- You can’t see what they’re seeing. This is the tip of the iceberg. That’s Sam Neill with Dafoe, providing an excellent foil to Dafoe’s singlemidedness as a guide who knows exactly where his feet are, but no idea where his heart is.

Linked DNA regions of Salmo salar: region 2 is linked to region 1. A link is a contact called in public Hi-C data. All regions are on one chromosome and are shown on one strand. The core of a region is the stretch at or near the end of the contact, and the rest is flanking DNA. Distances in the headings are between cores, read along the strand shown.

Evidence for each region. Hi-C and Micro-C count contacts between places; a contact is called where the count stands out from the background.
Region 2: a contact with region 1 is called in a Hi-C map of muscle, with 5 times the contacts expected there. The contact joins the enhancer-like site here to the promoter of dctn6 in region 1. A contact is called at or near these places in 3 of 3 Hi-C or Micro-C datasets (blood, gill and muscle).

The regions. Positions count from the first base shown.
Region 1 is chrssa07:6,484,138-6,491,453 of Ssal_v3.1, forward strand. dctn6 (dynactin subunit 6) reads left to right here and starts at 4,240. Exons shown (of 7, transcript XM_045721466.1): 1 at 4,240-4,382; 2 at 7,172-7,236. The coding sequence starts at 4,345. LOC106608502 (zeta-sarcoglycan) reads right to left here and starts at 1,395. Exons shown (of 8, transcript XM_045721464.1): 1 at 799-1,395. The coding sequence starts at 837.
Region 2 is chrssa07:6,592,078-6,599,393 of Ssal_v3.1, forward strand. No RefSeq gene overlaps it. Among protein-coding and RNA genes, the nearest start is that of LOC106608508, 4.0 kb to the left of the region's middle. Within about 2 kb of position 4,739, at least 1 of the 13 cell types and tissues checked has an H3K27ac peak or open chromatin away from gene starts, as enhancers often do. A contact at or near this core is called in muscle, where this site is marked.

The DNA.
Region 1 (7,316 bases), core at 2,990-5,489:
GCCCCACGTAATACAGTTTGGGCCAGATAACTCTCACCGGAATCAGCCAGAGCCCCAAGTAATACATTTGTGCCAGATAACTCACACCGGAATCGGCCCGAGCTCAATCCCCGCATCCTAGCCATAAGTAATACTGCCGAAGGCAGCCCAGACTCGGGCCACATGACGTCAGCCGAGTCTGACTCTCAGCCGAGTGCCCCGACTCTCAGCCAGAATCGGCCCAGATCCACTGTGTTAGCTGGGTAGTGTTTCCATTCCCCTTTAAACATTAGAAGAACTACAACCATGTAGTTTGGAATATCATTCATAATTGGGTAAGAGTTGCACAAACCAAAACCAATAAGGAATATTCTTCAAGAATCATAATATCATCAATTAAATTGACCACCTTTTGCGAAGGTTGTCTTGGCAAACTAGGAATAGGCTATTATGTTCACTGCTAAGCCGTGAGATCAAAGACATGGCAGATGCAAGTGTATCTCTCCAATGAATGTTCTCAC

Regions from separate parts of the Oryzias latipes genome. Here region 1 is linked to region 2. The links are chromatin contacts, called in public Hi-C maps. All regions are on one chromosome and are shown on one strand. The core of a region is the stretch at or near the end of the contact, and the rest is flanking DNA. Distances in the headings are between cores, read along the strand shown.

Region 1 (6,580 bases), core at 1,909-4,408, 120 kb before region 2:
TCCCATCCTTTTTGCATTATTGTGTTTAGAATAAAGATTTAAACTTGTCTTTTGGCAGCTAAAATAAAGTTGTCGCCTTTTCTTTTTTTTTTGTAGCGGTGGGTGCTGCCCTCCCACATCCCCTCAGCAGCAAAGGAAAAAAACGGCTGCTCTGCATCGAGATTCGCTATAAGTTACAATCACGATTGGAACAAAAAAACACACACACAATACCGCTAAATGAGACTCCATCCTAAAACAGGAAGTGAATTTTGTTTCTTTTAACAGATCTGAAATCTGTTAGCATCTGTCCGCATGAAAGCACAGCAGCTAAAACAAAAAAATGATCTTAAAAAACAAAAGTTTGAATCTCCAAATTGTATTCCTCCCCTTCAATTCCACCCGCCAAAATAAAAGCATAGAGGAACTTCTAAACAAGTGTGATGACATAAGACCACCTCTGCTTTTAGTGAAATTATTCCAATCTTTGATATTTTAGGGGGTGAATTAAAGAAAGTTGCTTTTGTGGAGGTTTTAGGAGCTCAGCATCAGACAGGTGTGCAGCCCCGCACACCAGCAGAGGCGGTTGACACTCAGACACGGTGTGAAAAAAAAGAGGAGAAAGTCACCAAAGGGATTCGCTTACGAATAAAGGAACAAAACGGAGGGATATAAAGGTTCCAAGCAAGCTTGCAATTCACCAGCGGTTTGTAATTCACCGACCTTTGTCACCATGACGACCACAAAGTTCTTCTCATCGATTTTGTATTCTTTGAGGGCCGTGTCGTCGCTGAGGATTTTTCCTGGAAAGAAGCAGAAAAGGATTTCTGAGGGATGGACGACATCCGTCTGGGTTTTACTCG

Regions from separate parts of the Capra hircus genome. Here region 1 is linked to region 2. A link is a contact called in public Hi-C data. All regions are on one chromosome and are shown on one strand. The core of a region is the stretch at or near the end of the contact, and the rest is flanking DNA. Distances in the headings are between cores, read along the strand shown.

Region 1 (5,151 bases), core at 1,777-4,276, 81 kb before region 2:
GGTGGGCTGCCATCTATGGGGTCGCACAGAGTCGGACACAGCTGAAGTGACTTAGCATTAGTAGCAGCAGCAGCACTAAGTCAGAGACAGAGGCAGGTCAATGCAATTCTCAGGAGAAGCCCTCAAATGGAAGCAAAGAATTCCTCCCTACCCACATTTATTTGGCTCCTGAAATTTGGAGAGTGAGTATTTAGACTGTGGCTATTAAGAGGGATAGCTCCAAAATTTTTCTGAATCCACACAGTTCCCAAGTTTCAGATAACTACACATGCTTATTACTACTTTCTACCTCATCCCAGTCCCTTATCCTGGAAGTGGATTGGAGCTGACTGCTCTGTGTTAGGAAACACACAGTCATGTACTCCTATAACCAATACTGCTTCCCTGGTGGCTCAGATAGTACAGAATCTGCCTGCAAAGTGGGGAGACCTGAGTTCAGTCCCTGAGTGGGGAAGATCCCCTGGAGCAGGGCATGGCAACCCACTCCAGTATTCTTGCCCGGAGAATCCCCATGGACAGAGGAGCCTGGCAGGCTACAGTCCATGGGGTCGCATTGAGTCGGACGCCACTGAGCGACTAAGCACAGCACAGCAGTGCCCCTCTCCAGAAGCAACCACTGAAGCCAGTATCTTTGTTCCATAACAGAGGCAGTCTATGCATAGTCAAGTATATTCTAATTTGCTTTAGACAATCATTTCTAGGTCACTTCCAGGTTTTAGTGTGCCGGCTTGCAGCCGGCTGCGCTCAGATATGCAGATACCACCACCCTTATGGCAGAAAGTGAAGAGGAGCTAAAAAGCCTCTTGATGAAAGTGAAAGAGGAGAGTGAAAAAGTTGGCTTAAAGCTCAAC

This bipolar aspect of the film is its making and its ultimate flaw; because Nettheim’s greatest resources are the natural opponents Dafoe must face, and the audience can only sit back and wonder at. His attempts to introduce relational strains aren’t so successful; the political and ecological rumblings raise interesting critical points of debate, but are ultimately a little lacklustre. Nettheim’s greatest assets the forces of nature, which Dafoe can inhabit without support, a fantastic use of fire worked throughout the film to illuminate the familial fulfilment and tragedy, juxtaposing the arid reds and ochres of fronter civilisation with the all-consuming green of the wilderness beyond. The Hunter left us with a sense of enjoyment and positivity far beyond any arguments of strengths and weaknesses; The potential of Australian cinema is being offered to the world, and despite being unable to entirely break free of Hollywood expectations, it offers a scintillating view of the spectacle international filmmakers can offer us from beyond our usual studio fare.